The weekend after Thanksgiving is usually a good time to reconnect with people you’ve not seen in a while, and for a certain segment of the concert-going demographic, chances are good that if you went to the Dinosaur Jr/Lemonheads show last weekend you probably did a see a familiar face or two in the crowd that you hadn’t seen in a while, unless they were at the Dylan show. This bill was a pretty inspired combo of early 90s greatness, back when Pixies and Throwing Muses and Belly and Buffalo Tom and Blake Babies and Come etc really put Boston on the indie rock landscape, nationally and globally.
As J Mascis laconically mentioned early in the show, this tour was in support of their new record that came out earlier this year, but like many plans Covid derailed any chance of a real tour to support Sweep It Into Space when it dropped last April. To underscore the weirdness of a post-pandemic landscape for a professional band, they released the live Emptiness At The Sinclair last month, a live record recorded in front of no one aside from the technical crew who did audio and video, unless you count the fans at home who were watching the performance via live stream.
Tonight would be a lot different as they played the largest hometown show in a long time (not counting opening for Foo Fighters across the street at Fenway), and people got what they came for, loud rock songs served up with energy (hello Murph and Lou; the way he picks his bass strings you’d expect a small pile of sawdust at his feet from scraping the body) and copious guitar solos (J, who even busted out a bass guitar solo on “Garden.”)
A band notorious for their volume, the mix tonight sounded great and to be honest ear plugs, while always a good idea, weren’t required. The exception to that rule was when J hit some pedal that must have been emblazoned with “JET ENGINE” and the dBs popped up significantly, especially on “Kracked” after right the Sonic Youth part.
A decent chunk of the new record was aired and it sounds like a Dinosaur Jr record, mid-tempo rockers with somewhat inscrutable lyrics (eg, “I Met The Stones” isn’t about Jagger) and jaggedly liquid guitar solos. Mascis never gives much in the way of stage banter, but just before “Garden” Lou took the opportunity to enlist the crowd to join him in singing “Happy Birthday” to his twelve year old son Hendrix, noting that he was spared the embarrassment of being dragged on stage. A sweet moment all around.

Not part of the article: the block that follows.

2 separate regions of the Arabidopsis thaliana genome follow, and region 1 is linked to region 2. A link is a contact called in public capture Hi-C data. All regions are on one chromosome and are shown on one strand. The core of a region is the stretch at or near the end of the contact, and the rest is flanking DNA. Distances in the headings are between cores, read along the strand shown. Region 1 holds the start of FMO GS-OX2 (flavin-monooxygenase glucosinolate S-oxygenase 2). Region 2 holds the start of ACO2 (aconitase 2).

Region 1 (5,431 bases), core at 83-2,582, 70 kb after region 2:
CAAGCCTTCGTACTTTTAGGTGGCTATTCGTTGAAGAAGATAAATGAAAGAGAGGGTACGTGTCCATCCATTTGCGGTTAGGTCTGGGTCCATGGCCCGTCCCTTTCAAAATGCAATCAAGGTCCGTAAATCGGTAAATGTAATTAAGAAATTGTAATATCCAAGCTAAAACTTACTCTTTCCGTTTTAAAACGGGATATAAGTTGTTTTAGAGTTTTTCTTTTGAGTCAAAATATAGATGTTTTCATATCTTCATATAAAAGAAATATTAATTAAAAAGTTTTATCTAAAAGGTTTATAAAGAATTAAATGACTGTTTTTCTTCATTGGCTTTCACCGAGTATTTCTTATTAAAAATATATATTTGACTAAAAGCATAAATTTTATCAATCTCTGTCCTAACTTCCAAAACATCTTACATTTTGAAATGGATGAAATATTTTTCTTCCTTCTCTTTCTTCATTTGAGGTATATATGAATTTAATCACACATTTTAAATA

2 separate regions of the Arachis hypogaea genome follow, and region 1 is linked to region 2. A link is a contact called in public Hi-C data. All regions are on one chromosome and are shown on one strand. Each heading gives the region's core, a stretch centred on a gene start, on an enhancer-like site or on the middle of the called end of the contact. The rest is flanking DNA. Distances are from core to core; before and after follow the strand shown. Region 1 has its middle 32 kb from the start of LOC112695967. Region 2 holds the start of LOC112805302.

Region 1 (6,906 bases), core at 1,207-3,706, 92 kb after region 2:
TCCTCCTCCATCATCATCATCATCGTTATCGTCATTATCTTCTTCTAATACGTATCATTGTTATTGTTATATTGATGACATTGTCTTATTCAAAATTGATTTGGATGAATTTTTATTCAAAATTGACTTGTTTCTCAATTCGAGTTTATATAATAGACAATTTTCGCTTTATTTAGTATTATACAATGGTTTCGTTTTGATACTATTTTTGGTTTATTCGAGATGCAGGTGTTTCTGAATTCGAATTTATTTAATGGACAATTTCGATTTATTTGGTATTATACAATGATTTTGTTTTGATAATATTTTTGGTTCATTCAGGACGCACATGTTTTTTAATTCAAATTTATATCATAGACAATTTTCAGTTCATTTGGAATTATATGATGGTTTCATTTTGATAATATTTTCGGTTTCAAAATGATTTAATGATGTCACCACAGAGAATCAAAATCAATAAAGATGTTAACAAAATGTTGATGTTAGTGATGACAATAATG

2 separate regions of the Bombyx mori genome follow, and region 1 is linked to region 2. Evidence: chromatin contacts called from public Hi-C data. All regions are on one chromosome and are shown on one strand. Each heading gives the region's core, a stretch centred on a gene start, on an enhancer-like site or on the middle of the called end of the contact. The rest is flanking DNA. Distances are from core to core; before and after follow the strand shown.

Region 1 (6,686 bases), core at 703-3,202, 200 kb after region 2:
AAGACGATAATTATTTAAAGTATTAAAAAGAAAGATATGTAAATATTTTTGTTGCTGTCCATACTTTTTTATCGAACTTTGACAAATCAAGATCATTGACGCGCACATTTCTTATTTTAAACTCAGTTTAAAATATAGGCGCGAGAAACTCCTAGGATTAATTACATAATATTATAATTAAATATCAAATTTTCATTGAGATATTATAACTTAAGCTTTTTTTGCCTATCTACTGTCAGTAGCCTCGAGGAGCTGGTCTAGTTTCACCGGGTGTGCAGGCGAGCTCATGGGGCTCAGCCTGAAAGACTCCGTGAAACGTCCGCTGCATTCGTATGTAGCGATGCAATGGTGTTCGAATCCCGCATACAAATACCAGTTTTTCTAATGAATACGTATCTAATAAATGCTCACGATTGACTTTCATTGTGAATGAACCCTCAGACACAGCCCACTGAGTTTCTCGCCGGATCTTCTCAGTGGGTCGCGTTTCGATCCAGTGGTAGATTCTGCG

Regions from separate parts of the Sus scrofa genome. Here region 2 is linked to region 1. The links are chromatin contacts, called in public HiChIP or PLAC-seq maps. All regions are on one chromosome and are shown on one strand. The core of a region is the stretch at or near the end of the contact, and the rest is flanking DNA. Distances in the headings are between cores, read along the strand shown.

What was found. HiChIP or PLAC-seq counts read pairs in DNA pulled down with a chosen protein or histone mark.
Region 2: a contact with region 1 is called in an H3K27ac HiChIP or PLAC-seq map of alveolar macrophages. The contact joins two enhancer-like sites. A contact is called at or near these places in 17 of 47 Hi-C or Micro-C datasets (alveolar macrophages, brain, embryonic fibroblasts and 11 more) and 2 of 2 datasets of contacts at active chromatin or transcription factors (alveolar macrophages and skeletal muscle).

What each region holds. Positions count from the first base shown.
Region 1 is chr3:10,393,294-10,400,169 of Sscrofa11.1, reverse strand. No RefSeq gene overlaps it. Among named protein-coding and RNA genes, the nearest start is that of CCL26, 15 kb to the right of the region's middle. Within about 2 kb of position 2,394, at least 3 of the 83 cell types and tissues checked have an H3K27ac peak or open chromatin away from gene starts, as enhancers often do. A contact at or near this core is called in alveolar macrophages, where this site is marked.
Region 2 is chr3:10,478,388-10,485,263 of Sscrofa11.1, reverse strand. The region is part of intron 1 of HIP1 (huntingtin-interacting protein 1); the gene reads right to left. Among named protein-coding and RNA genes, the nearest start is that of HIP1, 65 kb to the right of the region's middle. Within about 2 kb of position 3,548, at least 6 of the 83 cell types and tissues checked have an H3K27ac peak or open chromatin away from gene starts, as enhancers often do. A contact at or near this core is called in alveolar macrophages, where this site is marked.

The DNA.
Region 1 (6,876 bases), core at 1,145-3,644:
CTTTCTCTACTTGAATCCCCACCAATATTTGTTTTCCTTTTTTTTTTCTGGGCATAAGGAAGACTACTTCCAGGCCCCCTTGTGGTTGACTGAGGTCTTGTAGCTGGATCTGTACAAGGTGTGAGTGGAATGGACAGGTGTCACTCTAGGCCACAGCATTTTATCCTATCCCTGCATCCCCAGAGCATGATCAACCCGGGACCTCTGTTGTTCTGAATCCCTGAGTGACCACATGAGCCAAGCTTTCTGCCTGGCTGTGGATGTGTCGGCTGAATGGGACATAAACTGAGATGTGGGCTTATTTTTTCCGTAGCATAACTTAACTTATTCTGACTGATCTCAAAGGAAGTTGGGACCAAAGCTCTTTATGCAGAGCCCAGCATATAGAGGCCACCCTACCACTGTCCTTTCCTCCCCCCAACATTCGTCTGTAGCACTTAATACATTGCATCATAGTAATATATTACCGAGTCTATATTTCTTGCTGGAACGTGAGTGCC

Highlights were the 1-2 punch of “Kracked” and “Sludgefeast,” co-joined songs in the same manner as “Heartbreaker” > “Living Loving Maid” or “Waitin’ For The Bus” > “Jesus Just Left Chicago”; it’s impossible to just play the first song without going right into the second. Overall, the semi-hometown crowd got a great closer to the tour.
Before Dinosaur Jr got on stage with those weirdly hideous humanoid shapes as decoration, Evan Dando (the de-facto Head) and Mikey Jones and Farley Glavin played a pretty strong set that arched across their career, aside from omitting their punk roots as documented on the first three records via Taang! About halfway through the set, local slinger Chris Brokaw (also a ‘Head on the 2019 tour) came on for second guitar duties and Vineyard resident Griffin McMahon manned the keyboards. Dando looks pretty close to how he’s always looked, a neat trick if you can pull it off; had he not had a Les Paul around his neck, his weathered corduroy blazer, plaid shirt and slip on Vans may have mistaken him as a college professor of English Lit.
His rich voice sounded pristine too, whether it was singing well-known tracks like “If I Could Talk I’d Tell You” or lesser-known covers such as the Bevis Frond deep cut of “Old Man Blank” that closed the set. It was a little perverse not playing any of the band’s major hits (“Into Your Arms” or “It’s A Shame About Ray”) but Evan’s always done whatever suits him.
Ryley Walker got things going as people shuffled into the venue, and I’ve seen him play a few times with a band but never just by himself. With work boots, a waffleprint shirt and glasses that look a lot like my brother’s from the late ’70s he could have passed as a stage hand, until you heard him play guitar. And damn can he play guitar. Loosely steeped in roots music, he can twirl into psych, blues and even sub-Saharan African blues like some lost Tuareg wanderer. His stage banter is as entertaining as his music, and he made some funny comments about drop D tuning and Berklee students and how he just cheats by using open tuning. If you get a chance to see him, either solo or with his band, don’t pass it up.
Primarily based in Boston, Massachusetts, Tim Bugbee is no stranger to traveling throughout the country or overseas to capture the best live music photos.